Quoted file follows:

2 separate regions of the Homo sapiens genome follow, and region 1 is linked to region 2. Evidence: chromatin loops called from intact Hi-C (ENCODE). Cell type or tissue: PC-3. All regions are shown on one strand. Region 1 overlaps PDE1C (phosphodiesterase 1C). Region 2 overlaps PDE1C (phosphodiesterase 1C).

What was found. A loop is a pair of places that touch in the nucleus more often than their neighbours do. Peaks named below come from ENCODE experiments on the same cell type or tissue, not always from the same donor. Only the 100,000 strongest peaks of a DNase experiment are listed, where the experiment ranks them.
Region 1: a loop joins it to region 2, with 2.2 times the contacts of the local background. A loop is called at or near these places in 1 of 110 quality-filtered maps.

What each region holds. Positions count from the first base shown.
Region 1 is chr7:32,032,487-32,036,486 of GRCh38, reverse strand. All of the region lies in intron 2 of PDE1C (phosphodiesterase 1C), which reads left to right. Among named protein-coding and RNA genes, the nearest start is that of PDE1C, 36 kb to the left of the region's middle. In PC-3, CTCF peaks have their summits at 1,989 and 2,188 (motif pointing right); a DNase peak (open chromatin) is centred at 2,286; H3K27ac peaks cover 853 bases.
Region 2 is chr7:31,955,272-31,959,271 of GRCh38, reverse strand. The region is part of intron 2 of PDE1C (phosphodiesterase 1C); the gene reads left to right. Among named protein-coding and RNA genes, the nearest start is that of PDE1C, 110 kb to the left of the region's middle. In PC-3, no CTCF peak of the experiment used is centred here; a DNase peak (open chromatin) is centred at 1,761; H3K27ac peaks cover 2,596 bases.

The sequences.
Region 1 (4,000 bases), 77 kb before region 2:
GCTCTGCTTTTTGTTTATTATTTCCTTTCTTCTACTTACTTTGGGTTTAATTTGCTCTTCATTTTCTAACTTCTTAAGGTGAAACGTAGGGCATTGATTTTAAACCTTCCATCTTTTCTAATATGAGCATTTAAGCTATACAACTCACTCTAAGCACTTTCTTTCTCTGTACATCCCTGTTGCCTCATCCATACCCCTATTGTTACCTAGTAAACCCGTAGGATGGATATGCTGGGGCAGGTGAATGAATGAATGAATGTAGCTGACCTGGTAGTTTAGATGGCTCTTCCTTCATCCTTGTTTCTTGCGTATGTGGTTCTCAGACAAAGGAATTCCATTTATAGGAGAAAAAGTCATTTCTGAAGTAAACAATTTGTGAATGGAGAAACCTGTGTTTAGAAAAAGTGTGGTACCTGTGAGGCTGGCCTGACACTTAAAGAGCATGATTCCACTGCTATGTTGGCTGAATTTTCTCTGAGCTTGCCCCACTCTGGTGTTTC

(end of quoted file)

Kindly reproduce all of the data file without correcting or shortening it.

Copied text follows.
2 separate regions of the Homo sapiens genome follow, and region 1 is linked to region 2. Evidence: chromatin loops called from intact Hi-C (ENCODE). Cell type or tissue: PC-3. All regions are shown on one strand. Region 1 overlaps PDE1C (phosphodiesterase 1C). Region 2 overlaps PDE1C (phosphodiesterase 1C).

What was found. A loop is a pair of places that touch in the nucleus more often than their neighbours do. Peaks named below come from ENCODE experiments on the same cell type or tissue, not always from the same donor. Only the 100,000 strongest peaks of a DNase experiment are listed, where the experiment ranks them.
Region 1: a loop joins it to region 2, with 2.2 times the contacts of the local background. A loop is called at or near these places in 1 of 110 quality-filtered maps.

What each region holds. Positions count from the first base shown.
Region 1 is chr7:32,032,487-32,036,486 of GRCh38, reverse strand. All of the region lies in intron 2 of PDE1C (phosphodiesterase 1C), which reads left to right. Among named protein-coding and RNA genes, the nearest start is that of PDE1C, 36 kb to the left of the region's middle. In PC-3, CTCF peaks have their summits at 1,989 and 2,188 (motif pointing right); a DNase peak (open chromatin) is centred at 2,286; H3K27ac peaks cover 853 bases.
Region 2 is chr7:31,955,272-31,959,271 of GRCh38, reverse strand. The region is part of intron 2 of PDE1C (phosphodiesterase 1C); the gene reads left to right. Among named protein-coding and RNA genes, the nearest start is that of PDE1C, 110 kb to the left of the region's middle. In PC-3, no CTCF peak of the experiment used is centred here; a DNase peak (open chromatin) is centred at 1,761; H3K27ac peaks cover 2,596 bases.

The sequences.
Region 1 (4,000 bases), 77 kb before region 2:
GCTCTGCTTTTTGTTTATTATTTCCTTTCTTCTACTTACTTTGGGTTTAATTTGCTCTTCATTTTCTAACTTCTTAAGGTGAAACGTAGGGCATTGATTTTAAACCTTCCATCTTTTCTAATATGAGCATTTAAGCTATACAACTCACTCTAAGCACTTTCTTTCTCTGTACATCCCTGTTGCCTCATCCATACCCCTATTGTTACCTAGTAAACCCGTAGGATGGATATGCTGGGGCAGGTGAATGAATGAATGAATGTAGCTGACCTGGTAGTTTAGATGGCTCTTCCTTCATCCTTGTTTCTTGCGTATGTGGTTCTCAGACAAAGGAATTCCATTTATAGGAGAAAAAGTCATTTCTGAAGTAAACAATTTGTGAATGGAGAAACCTGTGTTTAGAAAAAGTGTGGTACCTGTGAGGCTGGCCTGACACTTAAAGAGCATGATTCCACTGCTATGTTGGCTGAATTTTCTCTGAGCTTGCCCCACTCTGGTGTTTC